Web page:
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An Unexpected Way to Make All Your Work Go Smoothly.

Each November when we host our feast, my goal is to include at least one person who has never experienced an American Thanksgiving before.

I love the feeling of inclusion and plenty that sharing the holiday brings.

A fun side effect, though, is watching people react to the food.

I’m so used to preparing stuffing, pecan pie, and homemade cranberry sauce that I don’t even think about it. But there’s some shared hilarity in trying to explain to someone how you put a plate together:

“So you eat this pink sauce with your meat….yes I know the sweet potatoes have brown sugar in them, but they’re actually not considered dessert. Um, we eat sweetened pumpkin for dessert instead.”

Thanksgiving feasts may be rich with tradition, but when you explain it fresh, it makes no sense at all in the most wonderful way possible.

I’ve never looked at my table with more wonder, or considered the holiday heritage (both within the nation and within my family) more closely than trying to see it through new eyes.

Curiously, that very exercise – trying to see something familiar with new eyes – is part of what gratitude and appreciation are all about.

The late psychologist Abraham Maslow wrote that the closer we come to living creatively to our fullest potential, the more able we are to “appreciate again and again, freshly and naively, the basic goods of life, with awe, pleasure, wonder, and even ecstasy, however stale those experiences may have become to others.”

We get used to what we have, and when that happens, we can stop seeing it altogether. Thanksgiving is a great time to look anew at what we have. And sharing what you have with others is a great way to re-see what you’ve started to accidentally ignore.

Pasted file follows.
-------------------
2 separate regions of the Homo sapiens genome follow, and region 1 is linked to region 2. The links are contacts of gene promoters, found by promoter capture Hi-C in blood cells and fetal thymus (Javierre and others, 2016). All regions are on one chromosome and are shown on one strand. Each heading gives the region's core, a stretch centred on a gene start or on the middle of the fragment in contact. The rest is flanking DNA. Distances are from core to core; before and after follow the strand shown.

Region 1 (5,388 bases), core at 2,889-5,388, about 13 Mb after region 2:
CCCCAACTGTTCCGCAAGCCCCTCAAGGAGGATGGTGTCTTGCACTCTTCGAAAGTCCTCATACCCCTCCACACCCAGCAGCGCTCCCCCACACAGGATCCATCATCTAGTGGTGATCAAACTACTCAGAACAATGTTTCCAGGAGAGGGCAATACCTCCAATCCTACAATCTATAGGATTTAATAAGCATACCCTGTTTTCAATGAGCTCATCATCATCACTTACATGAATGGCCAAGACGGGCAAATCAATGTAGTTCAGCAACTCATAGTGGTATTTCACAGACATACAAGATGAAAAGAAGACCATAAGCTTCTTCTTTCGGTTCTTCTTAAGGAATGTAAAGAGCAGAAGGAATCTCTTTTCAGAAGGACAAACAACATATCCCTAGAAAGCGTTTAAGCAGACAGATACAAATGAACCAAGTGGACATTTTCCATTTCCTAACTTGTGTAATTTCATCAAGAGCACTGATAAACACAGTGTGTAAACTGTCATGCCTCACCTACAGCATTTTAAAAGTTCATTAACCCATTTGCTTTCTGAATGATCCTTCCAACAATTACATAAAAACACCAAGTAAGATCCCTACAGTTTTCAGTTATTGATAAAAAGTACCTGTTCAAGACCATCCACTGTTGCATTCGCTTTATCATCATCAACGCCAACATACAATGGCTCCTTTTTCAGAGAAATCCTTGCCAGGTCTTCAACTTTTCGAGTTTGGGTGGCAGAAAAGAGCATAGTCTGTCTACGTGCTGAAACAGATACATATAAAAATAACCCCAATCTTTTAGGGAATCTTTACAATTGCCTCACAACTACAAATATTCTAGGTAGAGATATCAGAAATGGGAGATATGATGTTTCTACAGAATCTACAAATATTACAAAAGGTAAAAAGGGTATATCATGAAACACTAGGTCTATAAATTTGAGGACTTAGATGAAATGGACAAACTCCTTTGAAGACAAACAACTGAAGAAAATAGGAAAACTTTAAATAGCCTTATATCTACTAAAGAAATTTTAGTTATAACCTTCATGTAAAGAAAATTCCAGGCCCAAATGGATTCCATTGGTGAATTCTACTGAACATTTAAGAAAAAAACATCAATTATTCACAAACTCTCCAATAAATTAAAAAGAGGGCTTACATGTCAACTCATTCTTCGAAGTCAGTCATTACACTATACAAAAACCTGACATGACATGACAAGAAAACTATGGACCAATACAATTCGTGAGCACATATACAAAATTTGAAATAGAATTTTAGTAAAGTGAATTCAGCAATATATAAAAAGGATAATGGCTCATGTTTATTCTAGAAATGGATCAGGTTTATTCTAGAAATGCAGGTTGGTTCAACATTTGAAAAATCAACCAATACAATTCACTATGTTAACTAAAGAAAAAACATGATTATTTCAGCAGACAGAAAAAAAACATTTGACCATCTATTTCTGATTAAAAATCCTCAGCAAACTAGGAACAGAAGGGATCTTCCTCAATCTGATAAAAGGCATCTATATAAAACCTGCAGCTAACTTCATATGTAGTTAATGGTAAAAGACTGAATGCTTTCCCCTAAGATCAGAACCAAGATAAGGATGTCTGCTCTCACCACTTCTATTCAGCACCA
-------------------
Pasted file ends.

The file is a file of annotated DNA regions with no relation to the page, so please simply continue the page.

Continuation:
I mention all this because gratitude is one of the most important ways you can become better at your creative work. Actually better.

There’s a documented close link between gratitude and creativity. I wrote about it in a post once, but gratitude both brightens our immediate mood and helps us sustain a good mood over a longer time. In turn, positive moods broaden our minds, help us remember details more vividly, and help us see relationships between seemingly-unassociated ideas.

I am absolutely not joking when I say that the next time you’re feeling blocked at work, look at everything around you and count ten things you’re grateful for. Gratitude leads directly to the mindset from which you can do your best work.

And as the Harvard Mental Health Letter observed, “…although it may feel contrived at first, this mental state grows stronger with use and practice.”

Try it next time you’ve been staring at a screen for too long, with no ideas coming.


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